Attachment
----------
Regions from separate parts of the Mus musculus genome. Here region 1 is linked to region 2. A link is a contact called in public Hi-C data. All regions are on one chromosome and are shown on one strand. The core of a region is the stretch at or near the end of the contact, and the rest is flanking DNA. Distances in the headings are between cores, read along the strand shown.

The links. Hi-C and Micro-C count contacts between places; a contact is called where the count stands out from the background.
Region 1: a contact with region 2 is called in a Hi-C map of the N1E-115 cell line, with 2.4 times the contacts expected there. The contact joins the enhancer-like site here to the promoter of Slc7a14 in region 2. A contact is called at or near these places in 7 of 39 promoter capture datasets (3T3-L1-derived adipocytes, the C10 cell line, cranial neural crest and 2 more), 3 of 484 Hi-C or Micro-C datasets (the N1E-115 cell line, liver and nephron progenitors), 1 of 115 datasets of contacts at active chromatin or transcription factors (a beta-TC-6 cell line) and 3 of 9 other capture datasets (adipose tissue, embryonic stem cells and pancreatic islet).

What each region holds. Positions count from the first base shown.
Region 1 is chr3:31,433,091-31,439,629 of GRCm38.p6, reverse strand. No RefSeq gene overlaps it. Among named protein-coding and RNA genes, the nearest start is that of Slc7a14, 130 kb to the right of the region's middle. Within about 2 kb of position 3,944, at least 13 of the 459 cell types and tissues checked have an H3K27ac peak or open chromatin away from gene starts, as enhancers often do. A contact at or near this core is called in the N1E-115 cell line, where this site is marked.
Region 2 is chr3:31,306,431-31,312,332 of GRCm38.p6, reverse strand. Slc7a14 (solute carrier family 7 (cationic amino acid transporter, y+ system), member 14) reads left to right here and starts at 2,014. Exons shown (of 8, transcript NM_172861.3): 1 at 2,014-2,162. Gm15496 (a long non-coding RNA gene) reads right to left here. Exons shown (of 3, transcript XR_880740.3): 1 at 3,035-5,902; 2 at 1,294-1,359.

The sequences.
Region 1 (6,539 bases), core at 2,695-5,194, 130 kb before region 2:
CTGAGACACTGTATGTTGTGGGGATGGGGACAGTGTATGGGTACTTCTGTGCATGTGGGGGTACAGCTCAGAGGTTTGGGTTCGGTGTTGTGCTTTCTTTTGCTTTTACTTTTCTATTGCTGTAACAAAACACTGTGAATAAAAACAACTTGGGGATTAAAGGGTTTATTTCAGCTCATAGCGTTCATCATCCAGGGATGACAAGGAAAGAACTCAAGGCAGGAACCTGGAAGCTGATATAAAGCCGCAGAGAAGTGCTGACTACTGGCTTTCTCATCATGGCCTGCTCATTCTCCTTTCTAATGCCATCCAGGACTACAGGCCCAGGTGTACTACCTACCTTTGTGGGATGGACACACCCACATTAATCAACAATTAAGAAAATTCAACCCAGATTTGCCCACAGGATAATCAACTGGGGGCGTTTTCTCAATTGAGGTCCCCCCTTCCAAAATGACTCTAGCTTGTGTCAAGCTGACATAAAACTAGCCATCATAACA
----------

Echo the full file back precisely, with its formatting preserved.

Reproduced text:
Regions from separate parts of the Mus musculus genome. Here region 1 is linked to region 2. A link is a contact called in public Hi-C data. All regions are on one chromosome and are shown on one strand. The core of a region is the stretch at or near the end of the contact, and the rest is flanking DNA. Distances in the headings are between cores, read along the strand shown.

The links. Hi-C and Micro-C count contacts between places; a contact is called where the count stands out from the background.
Region 1: a contact with region 2 is called in a Hi-C map of the N1E-115 cell line, with 2.4 times the contacts expected there. The contact joins the enhancer-like site here to the promoter of Slc7a14 in region 2. A contact is called at or near these places in 7 of 39 promoter capture datasets (3T3-L1-derived adipocytes, the C10 cell line, cranial neural crest and 2 more), 3 of 484 Hi-C or Micro-C datasets (the N1E-115 cell line, liver and nephron progenitors), 1 of 115 datasets of contacts at active chromatin or transcription factors (a beta-TC-6 cell line) and 3 of 9 other capture datasets (adipose tissue, embryonic stem cells and pancreatic islet).

What each region holds. Positions count from the first base shown.
Region 1 is chr3:31,433,091-31,439,629 of GRCm38.p6, reverse strand. No RefSeq gene overlaps it. Among named protein-coding and RNA genes, the nearest start is that of Slc7a14, 130 kb to the right of the region's middle. Within about 2 kb of position 3,944, at least 13 of the 459 cell types and tissues checked have an H3K27ac peak or open chromatin away from gene starts, as enhancers often do. A contact at or near this core is called in the N1E-115 cell line, where this site is marked.
Region 2 is chr3:31,306,431-31,312,332 of GRCm38.p6, reverse strand. Slc7a14 (solute carrier family 7 (cationic amino acid transporter, y+ system), member 14) reads left to right here and starts at 2,014. Exons shown (of 8, transcript NM_172861.3): 1 at 2,014-2,162. Gm15496 (a long non-coding RNA gene) reads right to left here. Exons shown (of 3, transcript XR_880740.3): 1 at 3,035-5,902; 2 at 1,294-1,359.

The sequences.
Region 1 (6,539 bases), core at 2,695-5,194, 130 kb before region 2:
CTGAGACACTGTATGTTGTGGGGATGGGGACAGTGTATGGGTACTTCTGTGCATGTGGGGGTACAGCTCAGAGGTTTGGGTTCGGTGTTGTGCTTTCTTTTGCTTTTACTTTTCTATTGCTGTAACAAAACACTGTGAATAAAAACAACTTGGGGATTAAAGGGTTTATTTCAGCTCATAGCGTTCATCATCCAGGGATGACAAGGAAAGAACTCAAGGCAGGAACCTGGAAGCTGATATAAAGCCGCAGAGAAGTGCTGACTACTGGCTTTCTCATCATGGCCTGCTCATTCTCCTTTCTAATGCCATCCAGGACTACAGGCCCAGGTGTACTACCTACCTTTGTGGGATGGACACACCCACATTAATCAACAATTAAGAAAATTCAACCCAGATTTGCCCACAGGATAATCAACTGGGGGCGTTTTCTCAATTGAGGTCCCCCCTTCCAAAATGACTCTAGCTTGTGTCAAGCTGACATAAAACTAGCCATCATAACA